Single Sign-On (SSO) allows users to access multiple applications with one set of credentials. They don’t need to remember the userid / password for each application separately. It’s like having a magic key that automatically opens all the other doors once you enter through one door.
To set up SSO, you need to designate one system that will authenticate the user and all other systems will trust that one system and allow users to log in. The system that authenticates users is called “Identity Provider” or IdP and all the other systems that trust IdP are called “Service Provider” or SP.
Salesforce provides different options to configure Single Sign-On. This includes:
- Federated Authentication using SAML
- Delegated Authentication
- OpenID Connect
For the purpose of this blog post, we will limit our discussion to Federated Authentication using SAML. In Federated Authentication, there are two main concepts in SSO that you need to be aware of.
- The concept of IdP/SP
- The concept of IdP initiated login and SP initiated login.
Let’s see what they mean.
- IdP/SP: IdP stands for Identity Provider and SP stands for Service Provider. When logging on, IdP is the system that authenticates user by validating the username and password and then subsequently all other applications trust IdP and allow user to access the application if the IdP asserts that the user is a valid user. In such cases, IdP is the system that stores user’s login name and password. You can configure different systems as IdP, for example Microsoft Active Directory, Oracle Internet Directory, Google, Salesforce etc.
- IdP initiated Login and SP initiated Login: When a user needs to access the application, he/she can initiate the access in two different ways. User can log on to IdP and then from there, click on links to access other systems (i.e. SP). This is called IdP initiated login. Or otherwise, the user can go directly to an SP application to access the application. In this case, SP will redirect the user to IdP login page where user will provide his or her username and password, IdP will authenticate the user and pass the control back to SP asserting whether user is authenticated or not. SP will then allow user to access the application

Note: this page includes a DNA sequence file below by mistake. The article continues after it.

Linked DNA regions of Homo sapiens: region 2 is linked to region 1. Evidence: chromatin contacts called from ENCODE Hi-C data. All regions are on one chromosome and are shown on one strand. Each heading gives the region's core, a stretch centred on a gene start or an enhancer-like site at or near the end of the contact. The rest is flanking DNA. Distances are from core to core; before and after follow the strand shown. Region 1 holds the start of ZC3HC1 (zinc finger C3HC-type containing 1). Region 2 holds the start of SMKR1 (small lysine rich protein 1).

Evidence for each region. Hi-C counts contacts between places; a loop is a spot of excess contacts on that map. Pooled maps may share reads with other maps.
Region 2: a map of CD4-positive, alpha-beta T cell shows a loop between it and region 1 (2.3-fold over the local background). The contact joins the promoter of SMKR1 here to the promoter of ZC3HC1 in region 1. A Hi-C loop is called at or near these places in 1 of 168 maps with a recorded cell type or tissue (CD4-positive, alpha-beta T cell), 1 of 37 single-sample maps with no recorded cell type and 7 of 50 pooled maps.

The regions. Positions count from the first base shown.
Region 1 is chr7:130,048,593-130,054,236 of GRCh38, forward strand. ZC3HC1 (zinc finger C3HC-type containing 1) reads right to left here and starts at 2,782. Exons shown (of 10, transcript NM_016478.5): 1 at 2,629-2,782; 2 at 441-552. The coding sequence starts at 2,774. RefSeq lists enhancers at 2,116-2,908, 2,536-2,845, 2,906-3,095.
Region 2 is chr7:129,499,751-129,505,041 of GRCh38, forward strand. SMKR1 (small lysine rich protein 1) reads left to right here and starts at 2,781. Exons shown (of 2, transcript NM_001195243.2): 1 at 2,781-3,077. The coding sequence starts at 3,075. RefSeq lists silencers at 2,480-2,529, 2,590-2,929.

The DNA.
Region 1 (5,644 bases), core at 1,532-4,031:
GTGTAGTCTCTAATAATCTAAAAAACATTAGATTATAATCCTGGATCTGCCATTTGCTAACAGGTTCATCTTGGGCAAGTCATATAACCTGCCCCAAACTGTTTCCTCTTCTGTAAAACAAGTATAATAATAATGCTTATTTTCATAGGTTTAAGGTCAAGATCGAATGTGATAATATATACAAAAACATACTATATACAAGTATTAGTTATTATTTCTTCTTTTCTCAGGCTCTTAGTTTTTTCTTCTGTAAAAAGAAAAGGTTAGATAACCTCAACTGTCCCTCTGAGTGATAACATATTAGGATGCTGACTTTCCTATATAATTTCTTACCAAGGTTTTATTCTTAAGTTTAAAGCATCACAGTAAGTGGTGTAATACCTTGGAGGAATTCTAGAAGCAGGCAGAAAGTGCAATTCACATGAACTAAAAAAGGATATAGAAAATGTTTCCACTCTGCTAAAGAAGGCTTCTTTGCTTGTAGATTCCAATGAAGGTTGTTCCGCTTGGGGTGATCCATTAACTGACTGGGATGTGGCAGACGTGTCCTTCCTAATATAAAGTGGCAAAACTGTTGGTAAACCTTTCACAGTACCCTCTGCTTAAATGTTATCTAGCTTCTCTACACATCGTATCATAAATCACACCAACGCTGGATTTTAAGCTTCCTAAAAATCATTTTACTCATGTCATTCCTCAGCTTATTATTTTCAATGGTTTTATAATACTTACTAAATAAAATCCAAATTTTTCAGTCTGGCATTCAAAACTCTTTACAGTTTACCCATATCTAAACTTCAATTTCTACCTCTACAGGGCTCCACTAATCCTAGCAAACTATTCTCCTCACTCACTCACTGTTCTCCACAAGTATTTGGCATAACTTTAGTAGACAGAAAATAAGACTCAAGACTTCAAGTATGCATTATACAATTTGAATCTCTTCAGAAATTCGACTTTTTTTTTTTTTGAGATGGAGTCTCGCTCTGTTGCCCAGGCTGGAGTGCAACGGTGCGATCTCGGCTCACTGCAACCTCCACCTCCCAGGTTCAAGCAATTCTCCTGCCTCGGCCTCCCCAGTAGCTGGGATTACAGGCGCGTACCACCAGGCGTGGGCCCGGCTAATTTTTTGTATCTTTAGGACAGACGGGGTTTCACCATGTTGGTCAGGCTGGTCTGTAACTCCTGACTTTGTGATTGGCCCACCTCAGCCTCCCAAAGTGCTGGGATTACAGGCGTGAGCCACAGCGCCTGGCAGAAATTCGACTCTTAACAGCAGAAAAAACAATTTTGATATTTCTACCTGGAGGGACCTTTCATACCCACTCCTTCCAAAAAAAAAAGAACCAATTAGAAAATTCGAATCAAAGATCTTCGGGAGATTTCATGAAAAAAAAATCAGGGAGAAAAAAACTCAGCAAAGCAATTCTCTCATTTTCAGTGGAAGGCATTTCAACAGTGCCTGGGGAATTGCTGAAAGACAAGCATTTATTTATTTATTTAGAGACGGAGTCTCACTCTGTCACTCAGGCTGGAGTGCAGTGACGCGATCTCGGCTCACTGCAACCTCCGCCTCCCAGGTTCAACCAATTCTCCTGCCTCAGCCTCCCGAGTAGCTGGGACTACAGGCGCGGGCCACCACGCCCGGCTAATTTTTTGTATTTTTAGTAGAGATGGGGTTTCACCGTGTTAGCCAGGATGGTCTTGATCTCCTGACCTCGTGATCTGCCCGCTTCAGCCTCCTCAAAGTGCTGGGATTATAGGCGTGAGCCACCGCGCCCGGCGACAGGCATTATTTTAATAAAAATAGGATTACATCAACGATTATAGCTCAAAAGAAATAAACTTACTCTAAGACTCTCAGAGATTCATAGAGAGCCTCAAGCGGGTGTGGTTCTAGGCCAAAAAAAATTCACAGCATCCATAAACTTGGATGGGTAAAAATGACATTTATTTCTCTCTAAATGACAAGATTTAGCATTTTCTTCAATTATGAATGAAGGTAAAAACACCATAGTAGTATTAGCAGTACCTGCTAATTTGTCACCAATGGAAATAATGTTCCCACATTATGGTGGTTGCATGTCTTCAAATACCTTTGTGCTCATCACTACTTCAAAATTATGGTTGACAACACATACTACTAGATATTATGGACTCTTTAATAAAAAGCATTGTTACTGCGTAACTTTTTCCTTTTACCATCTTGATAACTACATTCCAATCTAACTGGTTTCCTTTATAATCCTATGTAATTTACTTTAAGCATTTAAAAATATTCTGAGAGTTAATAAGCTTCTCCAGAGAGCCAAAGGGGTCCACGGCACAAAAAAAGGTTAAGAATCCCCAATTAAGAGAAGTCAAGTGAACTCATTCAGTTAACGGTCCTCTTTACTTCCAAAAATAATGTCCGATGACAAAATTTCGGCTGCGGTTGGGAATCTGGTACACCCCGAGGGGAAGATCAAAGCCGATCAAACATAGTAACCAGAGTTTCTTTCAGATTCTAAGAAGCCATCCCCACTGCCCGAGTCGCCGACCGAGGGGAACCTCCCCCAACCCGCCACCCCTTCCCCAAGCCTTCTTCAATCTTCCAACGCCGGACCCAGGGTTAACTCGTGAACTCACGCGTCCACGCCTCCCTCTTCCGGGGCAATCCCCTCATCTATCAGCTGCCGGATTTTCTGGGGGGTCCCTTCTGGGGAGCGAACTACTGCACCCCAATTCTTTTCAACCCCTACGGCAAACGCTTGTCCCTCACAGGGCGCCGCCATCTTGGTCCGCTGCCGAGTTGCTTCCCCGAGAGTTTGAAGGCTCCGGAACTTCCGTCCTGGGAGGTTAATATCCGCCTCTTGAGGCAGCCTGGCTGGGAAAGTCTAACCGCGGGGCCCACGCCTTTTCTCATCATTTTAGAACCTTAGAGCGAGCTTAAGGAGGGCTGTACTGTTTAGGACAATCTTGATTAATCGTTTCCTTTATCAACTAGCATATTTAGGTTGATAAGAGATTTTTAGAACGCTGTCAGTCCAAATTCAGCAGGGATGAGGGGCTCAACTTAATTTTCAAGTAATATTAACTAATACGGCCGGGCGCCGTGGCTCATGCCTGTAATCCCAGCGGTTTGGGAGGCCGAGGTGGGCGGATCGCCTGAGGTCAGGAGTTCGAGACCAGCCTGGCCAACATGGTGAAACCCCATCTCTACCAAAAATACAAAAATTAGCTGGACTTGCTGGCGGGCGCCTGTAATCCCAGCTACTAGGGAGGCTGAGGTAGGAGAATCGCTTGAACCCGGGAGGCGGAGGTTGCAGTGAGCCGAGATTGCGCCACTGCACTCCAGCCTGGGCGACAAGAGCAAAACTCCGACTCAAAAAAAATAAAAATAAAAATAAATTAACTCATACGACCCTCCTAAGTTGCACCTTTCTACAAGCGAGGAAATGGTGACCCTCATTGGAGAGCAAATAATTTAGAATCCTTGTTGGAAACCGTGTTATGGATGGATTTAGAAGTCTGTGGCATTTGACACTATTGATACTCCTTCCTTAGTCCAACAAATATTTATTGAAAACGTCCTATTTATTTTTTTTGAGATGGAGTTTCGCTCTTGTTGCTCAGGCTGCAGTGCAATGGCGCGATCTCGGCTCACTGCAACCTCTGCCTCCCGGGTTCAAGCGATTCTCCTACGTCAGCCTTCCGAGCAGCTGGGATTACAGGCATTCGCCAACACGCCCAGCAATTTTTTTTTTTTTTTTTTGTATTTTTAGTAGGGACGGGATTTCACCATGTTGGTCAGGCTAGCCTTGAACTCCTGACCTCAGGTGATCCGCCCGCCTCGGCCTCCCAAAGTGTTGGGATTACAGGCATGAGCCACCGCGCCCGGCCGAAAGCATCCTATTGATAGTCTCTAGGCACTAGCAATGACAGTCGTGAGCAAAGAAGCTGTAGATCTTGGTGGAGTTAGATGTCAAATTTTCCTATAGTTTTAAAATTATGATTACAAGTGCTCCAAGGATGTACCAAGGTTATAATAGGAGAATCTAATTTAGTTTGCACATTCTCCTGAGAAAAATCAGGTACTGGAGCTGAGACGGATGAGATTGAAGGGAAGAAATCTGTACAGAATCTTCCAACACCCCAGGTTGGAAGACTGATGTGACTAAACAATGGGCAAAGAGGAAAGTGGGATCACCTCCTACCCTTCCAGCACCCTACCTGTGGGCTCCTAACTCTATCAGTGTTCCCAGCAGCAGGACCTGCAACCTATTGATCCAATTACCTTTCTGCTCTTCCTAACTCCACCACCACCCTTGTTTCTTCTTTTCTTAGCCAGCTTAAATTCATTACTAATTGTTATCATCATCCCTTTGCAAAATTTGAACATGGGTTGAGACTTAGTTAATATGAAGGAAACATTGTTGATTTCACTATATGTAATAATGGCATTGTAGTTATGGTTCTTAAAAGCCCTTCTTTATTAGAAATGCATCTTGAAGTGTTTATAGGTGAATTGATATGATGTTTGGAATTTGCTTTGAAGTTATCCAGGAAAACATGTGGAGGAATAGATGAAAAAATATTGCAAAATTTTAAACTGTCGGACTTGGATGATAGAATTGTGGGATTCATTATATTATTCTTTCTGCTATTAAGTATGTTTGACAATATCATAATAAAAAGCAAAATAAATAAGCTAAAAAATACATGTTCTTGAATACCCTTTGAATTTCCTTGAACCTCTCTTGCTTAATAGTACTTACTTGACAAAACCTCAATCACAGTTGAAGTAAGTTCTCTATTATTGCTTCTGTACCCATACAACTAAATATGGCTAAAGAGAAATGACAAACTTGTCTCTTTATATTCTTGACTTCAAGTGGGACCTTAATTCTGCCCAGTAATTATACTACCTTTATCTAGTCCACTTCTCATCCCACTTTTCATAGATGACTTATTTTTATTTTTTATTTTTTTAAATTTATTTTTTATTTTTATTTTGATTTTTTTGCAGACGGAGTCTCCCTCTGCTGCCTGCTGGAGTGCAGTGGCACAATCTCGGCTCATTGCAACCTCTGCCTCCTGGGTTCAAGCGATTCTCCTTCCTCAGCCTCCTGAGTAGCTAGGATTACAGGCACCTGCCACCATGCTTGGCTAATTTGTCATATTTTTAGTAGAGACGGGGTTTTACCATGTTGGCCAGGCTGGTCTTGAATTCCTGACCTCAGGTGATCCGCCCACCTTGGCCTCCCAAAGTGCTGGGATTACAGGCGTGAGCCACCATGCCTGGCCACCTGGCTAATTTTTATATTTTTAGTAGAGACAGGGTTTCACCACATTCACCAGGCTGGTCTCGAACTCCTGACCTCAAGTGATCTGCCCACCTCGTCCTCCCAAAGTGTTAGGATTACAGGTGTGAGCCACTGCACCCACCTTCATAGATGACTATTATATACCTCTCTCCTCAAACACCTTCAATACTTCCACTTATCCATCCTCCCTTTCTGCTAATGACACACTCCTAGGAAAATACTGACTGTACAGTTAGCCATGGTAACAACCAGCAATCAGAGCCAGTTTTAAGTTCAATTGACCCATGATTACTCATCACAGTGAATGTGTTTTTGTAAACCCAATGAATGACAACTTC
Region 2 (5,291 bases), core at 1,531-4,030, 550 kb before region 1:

With Salesforce, you can configure Salesforce both ways – as an IdP or as a SP. There are different possible combinations in setting up SSO with Salesforce.
In this blog post, we will learn how to configure Single Sign-On in Salesforce with Google. A lot of organizations today use Google Workspace for Email, Productivity and Collaboration. And since Email is an indispensable tool in today’s world, users will login to their email account than any other application.
So, it will make sense to piggyback on user’s login to their Google Account for Email and allow them to login to Salesforce also through their Google account.
Though SSO may sound complex, it won’t take you more than 15-20 minutes to set this up from scratch. Here is what we will be covering in this guide (all in under 15-20 minutes 🙂)
- Configure Google as IdP (Identity Provider)
- Configure Salesforce as SP (Service Provider)
- Enable Option to Login through SSO
- Specify the Federation ID for the User
- Test Single Sign On
- Troubleshoot SSO Issues
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References & Useful URLs
- Google Help Article – Set up SSO via SAML for Salesforce
7 thoughts on “Step By Step Guide to Setting Up SSO in Salesforce with Google”
For SAML SSO we need google workspace. For personal SSO one can use Social Sign on Auth providers to setup gmail SSO . Cheers!
Good point TJ. I do plan to come up with another step-by-step guide on that as well. 🙂
What about the MFA requirements? Will SSO via Google suffice?
Hi Danica, the MFA will need to be set up on Google only. Almost all the Identity Providers (IdP) support different forms of MFA. From Salesforce side, we are relying on the IdP to authenticate the user so IdP will need to take care of MFA as well.
Following these instructions and on slide 26, Google is not an authentication service option. I only show; Login Forms, accounts, Gmail integration with Inbox, Lightning for Gmail, and LiveMessageSetup.
Nevermind, please delete. I didn’t wait long enough for the SSO Settings to take effect.